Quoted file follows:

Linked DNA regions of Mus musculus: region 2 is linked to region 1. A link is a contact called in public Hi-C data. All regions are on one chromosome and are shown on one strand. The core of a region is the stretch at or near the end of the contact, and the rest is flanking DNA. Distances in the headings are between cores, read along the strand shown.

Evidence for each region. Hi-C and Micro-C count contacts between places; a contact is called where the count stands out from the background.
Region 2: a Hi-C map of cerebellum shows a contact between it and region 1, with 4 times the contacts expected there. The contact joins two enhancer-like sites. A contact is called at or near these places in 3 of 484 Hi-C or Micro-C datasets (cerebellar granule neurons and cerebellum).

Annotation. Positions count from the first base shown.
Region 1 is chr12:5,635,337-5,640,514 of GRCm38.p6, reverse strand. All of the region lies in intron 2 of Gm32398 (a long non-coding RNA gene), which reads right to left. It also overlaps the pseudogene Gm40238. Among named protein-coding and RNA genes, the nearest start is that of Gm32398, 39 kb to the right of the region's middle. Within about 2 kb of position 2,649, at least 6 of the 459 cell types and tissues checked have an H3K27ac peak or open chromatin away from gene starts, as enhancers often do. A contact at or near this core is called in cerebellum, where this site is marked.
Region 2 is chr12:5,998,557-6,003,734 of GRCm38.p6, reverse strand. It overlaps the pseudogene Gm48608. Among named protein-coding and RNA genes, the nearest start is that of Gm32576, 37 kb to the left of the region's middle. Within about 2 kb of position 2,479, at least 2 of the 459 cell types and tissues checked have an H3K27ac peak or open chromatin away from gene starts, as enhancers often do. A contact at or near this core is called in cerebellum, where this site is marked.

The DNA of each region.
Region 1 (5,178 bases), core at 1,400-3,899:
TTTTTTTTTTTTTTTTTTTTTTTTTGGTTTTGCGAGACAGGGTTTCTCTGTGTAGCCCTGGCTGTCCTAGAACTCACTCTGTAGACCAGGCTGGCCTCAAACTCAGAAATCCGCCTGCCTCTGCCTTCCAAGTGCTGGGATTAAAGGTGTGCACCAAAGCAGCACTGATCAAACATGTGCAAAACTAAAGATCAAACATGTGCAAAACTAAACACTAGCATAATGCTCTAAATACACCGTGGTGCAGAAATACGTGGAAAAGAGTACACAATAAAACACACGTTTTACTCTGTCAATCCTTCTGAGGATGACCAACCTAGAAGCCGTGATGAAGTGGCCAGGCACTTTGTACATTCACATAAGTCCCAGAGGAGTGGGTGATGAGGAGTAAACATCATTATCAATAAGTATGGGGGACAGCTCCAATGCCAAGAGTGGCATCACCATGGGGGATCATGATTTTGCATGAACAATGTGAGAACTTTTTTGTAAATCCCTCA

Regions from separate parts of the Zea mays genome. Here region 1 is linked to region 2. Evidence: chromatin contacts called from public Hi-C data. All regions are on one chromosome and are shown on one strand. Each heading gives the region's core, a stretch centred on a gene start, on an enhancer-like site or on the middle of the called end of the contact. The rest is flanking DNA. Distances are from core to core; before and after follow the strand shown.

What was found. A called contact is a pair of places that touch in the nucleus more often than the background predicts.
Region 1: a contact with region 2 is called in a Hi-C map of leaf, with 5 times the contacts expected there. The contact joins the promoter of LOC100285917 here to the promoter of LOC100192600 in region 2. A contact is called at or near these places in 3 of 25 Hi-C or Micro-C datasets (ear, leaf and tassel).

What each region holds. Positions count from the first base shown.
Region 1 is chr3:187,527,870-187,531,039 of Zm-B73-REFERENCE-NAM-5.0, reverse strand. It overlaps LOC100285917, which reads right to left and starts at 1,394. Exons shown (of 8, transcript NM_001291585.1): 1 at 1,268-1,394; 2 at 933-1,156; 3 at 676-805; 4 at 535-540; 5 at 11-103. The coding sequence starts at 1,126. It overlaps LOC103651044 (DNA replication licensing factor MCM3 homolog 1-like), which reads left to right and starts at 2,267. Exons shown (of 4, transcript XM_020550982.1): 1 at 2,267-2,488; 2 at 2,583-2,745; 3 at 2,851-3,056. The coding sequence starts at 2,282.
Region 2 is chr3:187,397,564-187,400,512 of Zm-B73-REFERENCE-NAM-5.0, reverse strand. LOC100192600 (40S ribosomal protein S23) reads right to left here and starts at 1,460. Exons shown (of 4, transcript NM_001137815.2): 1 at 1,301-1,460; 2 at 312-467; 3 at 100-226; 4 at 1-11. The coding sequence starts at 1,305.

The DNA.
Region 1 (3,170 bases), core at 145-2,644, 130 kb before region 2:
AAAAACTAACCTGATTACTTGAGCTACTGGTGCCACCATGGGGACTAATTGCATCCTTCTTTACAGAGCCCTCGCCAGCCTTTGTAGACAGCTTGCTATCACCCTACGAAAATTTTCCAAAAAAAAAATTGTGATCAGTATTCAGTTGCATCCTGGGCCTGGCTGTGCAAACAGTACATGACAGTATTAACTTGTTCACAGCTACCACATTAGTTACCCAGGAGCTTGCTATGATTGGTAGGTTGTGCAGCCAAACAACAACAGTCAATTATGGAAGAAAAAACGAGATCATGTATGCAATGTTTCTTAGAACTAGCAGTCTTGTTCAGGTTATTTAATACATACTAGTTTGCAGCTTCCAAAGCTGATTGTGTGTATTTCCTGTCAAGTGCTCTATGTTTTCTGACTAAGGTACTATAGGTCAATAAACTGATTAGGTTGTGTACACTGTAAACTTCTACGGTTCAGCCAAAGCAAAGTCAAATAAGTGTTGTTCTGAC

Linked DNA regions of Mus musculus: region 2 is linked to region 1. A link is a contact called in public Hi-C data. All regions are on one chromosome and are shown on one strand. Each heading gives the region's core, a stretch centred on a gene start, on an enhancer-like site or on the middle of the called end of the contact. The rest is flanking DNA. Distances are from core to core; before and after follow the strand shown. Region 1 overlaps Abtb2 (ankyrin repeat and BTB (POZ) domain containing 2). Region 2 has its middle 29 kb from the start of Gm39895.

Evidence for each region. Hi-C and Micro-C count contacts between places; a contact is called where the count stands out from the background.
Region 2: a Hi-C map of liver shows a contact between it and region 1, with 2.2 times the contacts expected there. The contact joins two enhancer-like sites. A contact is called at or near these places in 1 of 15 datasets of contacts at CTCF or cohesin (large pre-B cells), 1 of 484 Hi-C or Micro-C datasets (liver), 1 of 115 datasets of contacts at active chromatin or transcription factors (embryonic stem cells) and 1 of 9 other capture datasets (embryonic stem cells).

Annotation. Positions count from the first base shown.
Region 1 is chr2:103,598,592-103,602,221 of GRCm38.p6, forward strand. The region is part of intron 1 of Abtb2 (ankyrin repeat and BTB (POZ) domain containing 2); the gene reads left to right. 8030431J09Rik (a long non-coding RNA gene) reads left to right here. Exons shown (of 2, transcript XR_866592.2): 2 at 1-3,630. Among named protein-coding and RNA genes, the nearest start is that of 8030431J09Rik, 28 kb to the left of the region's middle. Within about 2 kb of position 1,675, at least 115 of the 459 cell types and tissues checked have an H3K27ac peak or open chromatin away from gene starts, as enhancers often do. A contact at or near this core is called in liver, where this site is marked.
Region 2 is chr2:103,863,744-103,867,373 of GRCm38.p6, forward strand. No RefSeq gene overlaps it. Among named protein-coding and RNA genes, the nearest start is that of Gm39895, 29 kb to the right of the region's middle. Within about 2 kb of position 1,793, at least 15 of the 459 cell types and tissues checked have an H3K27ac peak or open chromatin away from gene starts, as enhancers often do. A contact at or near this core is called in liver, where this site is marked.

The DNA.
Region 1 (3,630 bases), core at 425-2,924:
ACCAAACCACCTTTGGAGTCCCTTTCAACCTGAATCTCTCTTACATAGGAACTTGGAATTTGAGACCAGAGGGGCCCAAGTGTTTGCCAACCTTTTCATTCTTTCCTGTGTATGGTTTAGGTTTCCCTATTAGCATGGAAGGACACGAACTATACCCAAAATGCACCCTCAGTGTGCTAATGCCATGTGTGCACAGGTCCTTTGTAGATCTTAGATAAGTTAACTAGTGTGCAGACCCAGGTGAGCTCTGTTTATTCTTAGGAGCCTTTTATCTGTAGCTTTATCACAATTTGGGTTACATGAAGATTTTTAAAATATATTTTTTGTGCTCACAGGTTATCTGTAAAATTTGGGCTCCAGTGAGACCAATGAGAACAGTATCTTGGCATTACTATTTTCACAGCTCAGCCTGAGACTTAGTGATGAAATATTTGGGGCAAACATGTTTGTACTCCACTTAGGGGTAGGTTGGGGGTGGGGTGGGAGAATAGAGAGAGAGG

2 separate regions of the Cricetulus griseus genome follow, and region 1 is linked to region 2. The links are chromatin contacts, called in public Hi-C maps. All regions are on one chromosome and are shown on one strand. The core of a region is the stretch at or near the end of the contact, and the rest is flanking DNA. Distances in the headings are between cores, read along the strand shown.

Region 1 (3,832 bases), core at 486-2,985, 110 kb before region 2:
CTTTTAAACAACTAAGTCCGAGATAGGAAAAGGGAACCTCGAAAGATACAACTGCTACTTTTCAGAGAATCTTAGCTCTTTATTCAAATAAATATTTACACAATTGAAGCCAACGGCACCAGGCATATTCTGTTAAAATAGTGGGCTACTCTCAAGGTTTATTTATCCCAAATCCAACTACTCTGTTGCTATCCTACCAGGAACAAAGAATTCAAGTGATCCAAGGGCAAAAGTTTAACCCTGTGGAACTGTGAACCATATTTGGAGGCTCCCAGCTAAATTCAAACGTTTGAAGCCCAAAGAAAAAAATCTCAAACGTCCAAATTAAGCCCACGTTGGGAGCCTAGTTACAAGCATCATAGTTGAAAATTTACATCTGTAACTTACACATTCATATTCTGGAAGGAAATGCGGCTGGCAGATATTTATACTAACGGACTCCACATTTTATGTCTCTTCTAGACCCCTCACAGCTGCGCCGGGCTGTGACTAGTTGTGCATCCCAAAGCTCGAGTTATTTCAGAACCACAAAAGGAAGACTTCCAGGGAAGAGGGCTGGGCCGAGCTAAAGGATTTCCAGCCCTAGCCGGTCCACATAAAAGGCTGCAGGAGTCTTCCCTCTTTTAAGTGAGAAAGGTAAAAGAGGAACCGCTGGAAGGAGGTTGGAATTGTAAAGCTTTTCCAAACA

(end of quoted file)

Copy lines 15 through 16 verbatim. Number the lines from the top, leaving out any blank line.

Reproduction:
Region 2 is chr3:187,397,564-187,400,512 of Zm-B73-REFERENCE-NAM-5.0, reverse strand. LOC100192600 (40S ribosomal protein S23) reads right to left here and starts at 1,460. Exons shown (of 4, transcript NM_001137815.2): 1 at 1,301-1,460; 2 at 312-467; 3 at 100-226; 4 at 1-11. The coding sequence starts at 1,305.

The DNA.